100 species in 12 genera are chiefly found in tropical America and southern Africa.
[Summary yet to be added]
The plants smell like onions (Allium cepa L., fam. Alliaceae) (Thiébault 1965).
35 species are found in tropical and subtropical regions.
In general, the leaf of species of this genus has an acrid taste and "burns" the tongue (Watt & Breyer-Brandwijk 1962).
The oil of the plant is used externally as a rubefacient and can cause irritant dermatitis (Chopra et al. 1958).
The plant was formerly official. An ointment made from it was applied for haemorrhoids. The dust of the dried root is irritant to the eye and produces sneezing. The symptoms of poisoning from ingesting of the plant include burning in the mouth.
Referring to Phytolacca decandra, Bigelow (1817-1820) wrote: "The external application of Phytolacca has been found useful in a variety of cases, by its action as a local stimulant. The ointment and extract have commonly been employed for this purpose. These preparations usually excite a sense of heat and smarting on being first applied. I have cured cases of psora with the ointment, and Dr. Hayward states, that he found it successful in cases where sulphur had failed. A case of tinia capitis of twelve years' standing, which had resisted various kinds of treatment, was also cured by this application." The juice or a strong decoction of the root applied to the skin when tender or abraded, causes smarting or a burning pain (Dispensatory 1884). The action of the fresh plant on workmen in a laboratory was similar to that of Podophyllum causing serious inflammation of the eyelids (Lloyd 1887 cited by White 1887).
Accidental application of the juice of the root to the eyeball produced blindness lasting as long as 48 hours (Watt & Breyer-Brandwijk 1962).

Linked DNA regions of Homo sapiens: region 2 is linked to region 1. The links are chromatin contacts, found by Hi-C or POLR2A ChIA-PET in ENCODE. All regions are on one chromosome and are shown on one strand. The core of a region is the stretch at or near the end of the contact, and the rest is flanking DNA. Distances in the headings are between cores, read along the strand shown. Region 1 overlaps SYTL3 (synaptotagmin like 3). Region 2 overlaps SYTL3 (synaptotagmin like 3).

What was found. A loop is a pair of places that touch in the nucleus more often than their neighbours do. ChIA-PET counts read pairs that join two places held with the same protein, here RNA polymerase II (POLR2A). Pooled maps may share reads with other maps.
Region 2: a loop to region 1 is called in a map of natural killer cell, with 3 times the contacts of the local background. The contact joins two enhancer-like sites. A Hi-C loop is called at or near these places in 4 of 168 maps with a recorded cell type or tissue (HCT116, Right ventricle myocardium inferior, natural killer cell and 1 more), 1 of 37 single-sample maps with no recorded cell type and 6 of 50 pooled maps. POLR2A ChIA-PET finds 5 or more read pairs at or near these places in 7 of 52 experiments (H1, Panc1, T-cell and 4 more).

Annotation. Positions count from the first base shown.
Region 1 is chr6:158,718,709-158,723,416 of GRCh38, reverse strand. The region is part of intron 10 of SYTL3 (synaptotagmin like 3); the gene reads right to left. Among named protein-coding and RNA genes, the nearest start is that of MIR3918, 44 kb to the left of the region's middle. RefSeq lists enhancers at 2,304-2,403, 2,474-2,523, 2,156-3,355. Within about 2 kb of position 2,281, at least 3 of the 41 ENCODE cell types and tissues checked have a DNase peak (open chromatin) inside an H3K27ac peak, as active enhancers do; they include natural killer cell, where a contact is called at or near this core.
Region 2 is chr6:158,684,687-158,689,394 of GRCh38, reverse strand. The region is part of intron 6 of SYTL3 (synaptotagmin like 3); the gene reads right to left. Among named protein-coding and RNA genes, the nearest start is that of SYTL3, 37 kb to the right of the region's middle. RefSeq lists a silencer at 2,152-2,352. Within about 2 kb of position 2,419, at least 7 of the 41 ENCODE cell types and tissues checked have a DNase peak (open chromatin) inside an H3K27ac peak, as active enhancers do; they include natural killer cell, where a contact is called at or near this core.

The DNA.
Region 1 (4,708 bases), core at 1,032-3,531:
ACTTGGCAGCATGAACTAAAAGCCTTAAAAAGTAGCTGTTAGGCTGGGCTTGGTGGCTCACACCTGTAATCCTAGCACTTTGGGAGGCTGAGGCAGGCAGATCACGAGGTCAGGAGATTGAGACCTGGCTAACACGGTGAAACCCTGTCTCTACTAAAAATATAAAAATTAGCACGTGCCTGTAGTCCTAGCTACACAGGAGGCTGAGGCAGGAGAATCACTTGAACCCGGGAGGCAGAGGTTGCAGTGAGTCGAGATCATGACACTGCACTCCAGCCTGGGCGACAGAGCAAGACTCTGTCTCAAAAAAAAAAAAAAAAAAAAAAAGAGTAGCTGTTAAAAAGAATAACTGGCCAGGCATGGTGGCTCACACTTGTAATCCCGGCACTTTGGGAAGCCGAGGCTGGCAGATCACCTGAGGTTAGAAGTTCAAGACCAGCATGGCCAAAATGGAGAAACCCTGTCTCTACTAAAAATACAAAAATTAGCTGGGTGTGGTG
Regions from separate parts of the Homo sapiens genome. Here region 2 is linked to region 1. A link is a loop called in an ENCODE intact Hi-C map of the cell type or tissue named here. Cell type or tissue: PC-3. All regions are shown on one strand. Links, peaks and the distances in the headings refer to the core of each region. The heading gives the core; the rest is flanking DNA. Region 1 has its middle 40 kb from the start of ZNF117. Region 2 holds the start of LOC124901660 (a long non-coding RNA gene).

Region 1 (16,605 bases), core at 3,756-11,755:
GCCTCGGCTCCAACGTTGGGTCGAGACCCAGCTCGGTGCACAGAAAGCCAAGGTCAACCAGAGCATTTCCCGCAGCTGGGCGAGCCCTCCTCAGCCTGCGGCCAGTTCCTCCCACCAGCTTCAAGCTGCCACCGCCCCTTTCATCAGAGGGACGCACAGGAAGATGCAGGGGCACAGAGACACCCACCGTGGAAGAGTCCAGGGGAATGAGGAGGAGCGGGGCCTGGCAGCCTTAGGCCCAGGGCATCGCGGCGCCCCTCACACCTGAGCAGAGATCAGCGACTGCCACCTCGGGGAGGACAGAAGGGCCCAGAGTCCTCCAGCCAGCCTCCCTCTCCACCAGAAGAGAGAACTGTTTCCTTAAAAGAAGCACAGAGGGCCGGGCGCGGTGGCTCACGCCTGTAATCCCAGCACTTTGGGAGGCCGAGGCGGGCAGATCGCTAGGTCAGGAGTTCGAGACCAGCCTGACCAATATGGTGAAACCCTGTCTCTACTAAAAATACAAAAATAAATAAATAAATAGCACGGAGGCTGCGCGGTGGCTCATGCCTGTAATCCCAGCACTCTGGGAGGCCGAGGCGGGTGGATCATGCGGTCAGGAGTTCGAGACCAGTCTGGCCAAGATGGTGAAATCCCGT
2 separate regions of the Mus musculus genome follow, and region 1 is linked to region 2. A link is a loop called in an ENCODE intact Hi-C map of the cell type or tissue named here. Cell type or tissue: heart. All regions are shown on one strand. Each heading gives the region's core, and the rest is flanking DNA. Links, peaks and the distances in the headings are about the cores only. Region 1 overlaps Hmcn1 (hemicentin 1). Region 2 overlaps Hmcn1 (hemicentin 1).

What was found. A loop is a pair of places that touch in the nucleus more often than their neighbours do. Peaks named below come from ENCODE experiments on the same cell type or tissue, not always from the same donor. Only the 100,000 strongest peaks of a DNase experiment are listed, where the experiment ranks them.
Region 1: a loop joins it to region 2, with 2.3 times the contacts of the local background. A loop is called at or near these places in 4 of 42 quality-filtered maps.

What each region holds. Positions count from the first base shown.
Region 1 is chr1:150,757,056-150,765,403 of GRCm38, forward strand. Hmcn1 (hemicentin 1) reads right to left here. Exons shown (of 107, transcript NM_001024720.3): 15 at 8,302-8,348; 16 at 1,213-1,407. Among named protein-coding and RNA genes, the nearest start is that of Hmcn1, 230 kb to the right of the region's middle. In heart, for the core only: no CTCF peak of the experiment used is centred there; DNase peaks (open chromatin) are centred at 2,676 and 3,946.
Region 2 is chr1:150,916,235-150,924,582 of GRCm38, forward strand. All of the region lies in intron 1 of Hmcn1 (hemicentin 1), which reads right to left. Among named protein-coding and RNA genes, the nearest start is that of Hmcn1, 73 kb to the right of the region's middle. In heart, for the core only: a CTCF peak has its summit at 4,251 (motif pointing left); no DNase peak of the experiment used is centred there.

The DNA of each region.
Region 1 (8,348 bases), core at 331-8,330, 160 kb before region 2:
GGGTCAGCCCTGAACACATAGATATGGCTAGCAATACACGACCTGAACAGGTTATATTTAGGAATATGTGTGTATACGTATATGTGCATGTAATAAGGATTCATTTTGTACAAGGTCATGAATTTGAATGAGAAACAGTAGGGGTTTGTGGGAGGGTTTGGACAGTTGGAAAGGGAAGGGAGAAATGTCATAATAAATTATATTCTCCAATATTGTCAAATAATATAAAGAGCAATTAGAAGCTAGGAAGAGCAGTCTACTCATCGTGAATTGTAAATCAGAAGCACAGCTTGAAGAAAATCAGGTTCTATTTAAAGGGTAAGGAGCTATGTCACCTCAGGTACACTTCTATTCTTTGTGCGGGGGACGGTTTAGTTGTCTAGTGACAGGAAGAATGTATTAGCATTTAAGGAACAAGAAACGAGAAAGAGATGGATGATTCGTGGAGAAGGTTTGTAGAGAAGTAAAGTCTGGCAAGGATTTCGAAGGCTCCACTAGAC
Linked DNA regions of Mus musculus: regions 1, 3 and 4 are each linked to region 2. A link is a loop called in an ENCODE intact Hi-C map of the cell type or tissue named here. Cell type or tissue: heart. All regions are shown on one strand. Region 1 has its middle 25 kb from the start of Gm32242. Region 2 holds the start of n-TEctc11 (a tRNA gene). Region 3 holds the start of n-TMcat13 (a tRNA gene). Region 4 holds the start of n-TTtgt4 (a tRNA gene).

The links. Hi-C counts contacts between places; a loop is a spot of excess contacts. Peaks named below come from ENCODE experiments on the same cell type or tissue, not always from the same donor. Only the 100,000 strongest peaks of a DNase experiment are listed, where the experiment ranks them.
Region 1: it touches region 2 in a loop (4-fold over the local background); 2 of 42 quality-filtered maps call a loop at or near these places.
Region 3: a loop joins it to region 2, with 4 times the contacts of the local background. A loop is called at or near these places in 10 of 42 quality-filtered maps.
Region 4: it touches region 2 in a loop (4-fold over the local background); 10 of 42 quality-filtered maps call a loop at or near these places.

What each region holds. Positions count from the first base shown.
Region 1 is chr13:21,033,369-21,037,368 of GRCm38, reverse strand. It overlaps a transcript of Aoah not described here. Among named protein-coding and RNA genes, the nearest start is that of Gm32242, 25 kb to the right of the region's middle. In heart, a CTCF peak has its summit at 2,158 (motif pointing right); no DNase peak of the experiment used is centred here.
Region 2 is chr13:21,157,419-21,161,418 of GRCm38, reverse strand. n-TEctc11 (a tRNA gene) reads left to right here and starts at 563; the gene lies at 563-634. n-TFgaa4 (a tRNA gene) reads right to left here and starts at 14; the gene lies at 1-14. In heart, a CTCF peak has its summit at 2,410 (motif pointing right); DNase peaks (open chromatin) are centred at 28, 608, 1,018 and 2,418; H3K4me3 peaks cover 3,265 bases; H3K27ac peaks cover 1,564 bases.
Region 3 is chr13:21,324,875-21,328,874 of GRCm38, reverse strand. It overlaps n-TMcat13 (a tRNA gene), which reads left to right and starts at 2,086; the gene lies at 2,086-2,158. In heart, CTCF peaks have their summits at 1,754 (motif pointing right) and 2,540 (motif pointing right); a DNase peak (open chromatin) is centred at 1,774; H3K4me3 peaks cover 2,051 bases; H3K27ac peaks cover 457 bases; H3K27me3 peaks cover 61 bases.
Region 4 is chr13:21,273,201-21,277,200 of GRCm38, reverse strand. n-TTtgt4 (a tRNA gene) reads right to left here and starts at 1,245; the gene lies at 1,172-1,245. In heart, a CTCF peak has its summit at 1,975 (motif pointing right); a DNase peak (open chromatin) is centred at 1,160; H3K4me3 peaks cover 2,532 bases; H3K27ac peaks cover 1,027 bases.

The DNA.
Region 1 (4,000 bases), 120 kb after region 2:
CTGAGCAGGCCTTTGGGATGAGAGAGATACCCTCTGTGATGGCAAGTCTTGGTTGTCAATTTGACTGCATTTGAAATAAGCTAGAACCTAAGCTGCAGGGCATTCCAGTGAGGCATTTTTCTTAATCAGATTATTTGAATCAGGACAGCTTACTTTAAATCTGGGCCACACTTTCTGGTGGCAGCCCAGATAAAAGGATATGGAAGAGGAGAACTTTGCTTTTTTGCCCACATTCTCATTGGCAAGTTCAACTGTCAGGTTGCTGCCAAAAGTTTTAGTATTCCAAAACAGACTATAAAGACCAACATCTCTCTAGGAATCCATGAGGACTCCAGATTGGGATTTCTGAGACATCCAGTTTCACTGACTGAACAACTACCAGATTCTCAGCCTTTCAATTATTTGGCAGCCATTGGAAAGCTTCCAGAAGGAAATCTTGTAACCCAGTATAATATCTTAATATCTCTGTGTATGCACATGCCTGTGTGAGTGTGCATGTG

The juice is used as a styptic but produces a marked burning sensation in wounds (Watt & Breyer-Brandwijk 1962).
"I took hold of-it with my bare hand to break it off, as it is very brittle, with the result that my arms became saturated with the juice which looked like blood. It commenced to burn, and small pimples appeared on the skin and I found relief by bathing it in water" (Hansen in Cockayne 1913). "All parts of the plant possess acrid properties." "The juice of the fresh plant, or strong decoction of the root, applied locally may strongly irritate the skin, especially if tender or abraded" (Dr Johnson in Cockayne 1913). Gardner & Bennetts (1956) include this species in a list of plants known or suspected of causing dermatitis.
The plant is referred to (Cockayne 1913) as P. octandra but the references quoted it in concerning the poisonous nature of the plant, refer to P. decandra.
The Maoris used Phytolacca octandra as ink and the plant provides a useful wood-stain (Cockayne 1913). The plant is used as a soap substitute in Mexico (Watt & Breyer-Brandwijk 1962).